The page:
Messages from outside a company maintained network are routinely screened by means of software and hardware firewalls that accept only messages conforming to certain protocols. One common protocol that is understood by such firewalls is the hypertext transfer protocol (HTTP). A second commonly recognized protocol is the Internet relay chat protocol (IRC). The hypertext transfer protocol is commonly used by server computers to communicate data to client computers. One features of HTTP is the typing and negotiation of data representation, allowing systems to communicate independently of the data being transferred. A client locates a server by means of a unique identifier and then polls the server for data using the HTTP protocol. The process of updating the contents transmitted to the client is dependent on the client periodically polling the server for new information.

The Internet relay chat (IRC) protocol has evolved over a number of years for use in text based conferencing and is also recognized by security firewalls commonly used to protect networks and/or computers from undesirable communications. A server forms the backbone of an IRC communications link. Multiple clients identified by a unique nickname connect to the server and communicate with each other. A channel within the IRC construct is a group of one or more clients which all receive messages addressed to that channel. Further details of the IRC protocol are contained in RFC (request for comments) 1459 of the network working group.

SUMMARY OF THE INVENTION

The present invention provides a new and improved means of communicating between computers which utilizes aspects of two existing communications protocols. Use of the invention allows real time updates for users who are interested in data which has recently been updated. An exemplary use of the invention is with a database that is continually being updated by inputs from multiple data sources. When a client makes a change to the database, in addition to updating the server that stores the database, an update notice is transferred through a real time update channel that indicates to other clients that the database has been updated. Any of a possible large number of clients can respond to this information by polling the server for a more up to date database record or query result. Other applications requiring updated information can benefit through practice of the invention.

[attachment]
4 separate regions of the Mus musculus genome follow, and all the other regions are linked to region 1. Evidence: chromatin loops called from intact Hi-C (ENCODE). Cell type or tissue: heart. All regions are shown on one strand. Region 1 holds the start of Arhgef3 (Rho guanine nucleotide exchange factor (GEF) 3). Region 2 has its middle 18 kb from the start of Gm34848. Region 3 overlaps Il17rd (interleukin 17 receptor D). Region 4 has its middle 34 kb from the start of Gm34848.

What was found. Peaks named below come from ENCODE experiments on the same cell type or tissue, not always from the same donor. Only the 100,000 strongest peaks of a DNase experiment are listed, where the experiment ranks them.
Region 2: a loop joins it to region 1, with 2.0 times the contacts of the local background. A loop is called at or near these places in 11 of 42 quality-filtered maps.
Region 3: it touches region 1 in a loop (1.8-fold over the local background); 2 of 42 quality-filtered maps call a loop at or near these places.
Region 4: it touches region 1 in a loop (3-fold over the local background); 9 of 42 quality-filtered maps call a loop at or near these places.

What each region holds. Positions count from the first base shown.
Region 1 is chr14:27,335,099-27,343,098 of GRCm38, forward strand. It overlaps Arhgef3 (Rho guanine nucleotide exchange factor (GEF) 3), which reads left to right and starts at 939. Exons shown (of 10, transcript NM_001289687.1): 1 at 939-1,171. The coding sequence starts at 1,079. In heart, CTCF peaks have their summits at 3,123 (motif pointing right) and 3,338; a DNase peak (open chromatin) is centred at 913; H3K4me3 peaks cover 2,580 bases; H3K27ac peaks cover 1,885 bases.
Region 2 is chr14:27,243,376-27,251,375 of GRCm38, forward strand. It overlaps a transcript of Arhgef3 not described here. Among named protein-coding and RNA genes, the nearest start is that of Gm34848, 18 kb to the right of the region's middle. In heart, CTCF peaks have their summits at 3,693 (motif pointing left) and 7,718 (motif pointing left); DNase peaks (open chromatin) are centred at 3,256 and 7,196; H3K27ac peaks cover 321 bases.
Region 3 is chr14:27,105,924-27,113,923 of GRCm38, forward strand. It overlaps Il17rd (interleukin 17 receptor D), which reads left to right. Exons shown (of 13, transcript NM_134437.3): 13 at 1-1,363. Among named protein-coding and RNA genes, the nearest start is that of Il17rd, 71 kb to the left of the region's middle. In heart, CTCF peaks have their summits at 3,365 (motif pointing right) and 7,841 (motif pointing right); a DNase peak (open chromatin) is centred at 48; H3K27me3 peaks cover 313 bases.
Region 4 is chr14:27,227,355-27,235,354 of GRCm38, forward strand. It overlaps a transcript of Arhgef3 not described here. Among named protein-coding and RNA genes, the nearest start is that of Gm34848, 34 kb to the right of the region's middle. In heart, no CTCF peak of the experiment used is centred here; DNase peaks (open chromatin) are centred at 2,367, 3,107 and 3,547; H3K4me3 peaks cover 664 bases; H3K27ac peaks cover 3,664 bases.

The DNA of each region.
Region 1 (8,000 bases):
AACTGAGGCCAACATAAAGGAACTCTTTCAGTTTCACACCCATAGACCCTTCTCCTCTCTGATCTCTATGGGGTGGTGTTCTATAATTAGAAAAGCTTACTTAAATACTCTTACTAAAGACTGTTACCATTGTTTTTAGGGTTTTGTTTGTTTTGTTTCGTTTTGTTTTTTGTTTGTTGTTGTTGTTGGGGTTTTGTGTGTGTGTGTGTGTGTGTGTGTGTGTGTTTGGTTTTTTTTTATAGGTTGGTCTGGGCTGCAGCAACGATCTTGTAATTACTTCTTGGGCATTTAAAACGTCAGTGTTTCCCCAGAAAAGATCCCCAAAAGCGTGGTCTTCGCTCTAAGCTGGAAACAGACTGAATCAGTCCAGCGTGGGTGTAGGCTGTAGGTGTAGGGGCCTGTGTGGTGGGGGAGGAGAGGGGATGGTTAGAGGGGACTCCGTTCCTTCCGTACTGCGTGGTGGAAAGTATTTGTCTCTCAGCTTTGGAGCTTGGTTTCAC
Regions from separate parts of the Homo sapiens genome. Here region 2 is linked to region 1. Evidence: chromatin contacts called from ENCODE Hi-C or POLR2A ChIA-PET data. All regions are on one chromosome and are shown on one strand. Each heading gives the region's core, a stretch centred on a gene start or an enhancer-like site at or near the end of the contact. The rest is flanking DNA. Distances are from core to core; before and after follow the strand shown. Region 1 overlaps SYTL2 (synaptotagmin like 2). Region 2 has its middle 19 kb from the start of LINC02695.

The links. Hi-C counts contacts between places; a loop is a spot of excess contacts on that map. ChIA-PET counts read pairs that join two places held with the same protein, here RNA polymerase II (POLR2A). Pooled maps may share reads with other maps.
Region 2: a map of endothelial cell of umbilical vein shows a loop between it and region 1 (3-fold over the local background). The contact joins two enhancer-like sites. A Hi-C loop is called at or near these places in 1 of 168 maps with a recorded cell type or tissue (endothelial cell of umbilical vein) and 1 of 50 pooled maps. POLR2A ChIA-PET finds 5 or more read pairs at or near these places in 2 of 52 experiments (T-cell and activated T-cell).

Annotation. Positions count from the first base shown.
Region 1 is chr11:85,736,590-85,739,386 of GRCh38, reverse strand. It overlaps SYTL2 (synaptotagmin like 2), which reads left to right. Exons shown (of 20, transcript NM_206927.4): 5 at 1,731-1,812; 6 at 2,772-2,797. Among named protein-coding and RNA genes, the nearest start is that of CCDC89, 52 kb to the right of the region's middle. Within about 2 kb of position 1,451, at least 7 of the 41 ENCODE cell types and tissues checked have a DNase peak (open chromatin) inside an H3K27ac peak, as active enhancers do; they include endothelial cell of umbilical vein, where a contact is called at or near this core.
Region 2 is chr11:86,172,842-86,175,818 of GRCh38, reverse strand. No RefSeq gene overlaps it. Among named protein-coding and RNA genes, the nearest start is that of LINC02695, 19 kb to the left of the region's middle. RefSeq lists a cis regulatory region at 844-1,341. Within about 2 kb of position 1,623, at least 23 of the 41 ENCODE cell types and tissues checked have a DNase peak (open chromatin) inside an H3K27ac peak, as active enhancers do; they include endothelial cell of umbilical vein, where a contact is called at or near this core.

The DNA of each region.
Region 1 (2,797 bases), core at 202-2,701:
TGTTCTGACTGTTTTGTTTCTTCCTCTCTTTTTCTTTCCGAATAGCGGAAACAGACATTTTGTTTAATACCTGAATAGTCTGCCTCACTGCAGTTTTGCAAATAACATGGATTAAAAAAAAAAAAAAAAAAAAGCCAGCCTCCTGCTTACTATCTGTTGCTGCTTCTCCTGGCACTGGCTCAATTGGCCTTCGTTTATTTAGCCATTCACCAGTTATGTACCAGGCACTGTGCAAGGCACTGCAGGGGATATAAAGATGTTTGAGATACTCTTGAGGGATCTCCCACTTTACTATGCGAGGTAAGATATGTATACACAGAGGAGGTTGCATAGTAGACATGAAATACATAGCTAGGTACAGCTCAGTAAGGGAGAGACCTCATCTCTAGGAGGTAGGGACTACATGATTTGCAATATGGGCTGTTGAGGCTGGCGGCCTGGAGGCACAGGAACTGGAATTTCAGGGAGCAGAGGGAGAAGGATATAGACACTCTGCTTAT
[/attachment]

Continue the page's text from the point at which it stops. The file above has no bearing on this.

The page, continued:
To prevent difficulties associated with obtaining permissions for new protocols to pass through firewalls, an existing protocol such as IRC may be used as the real time update channel. Each IRC channel corresponds to a section of data. When the channel's section is updated, it notifies interested clients to poll the HTTP server to receive updated data.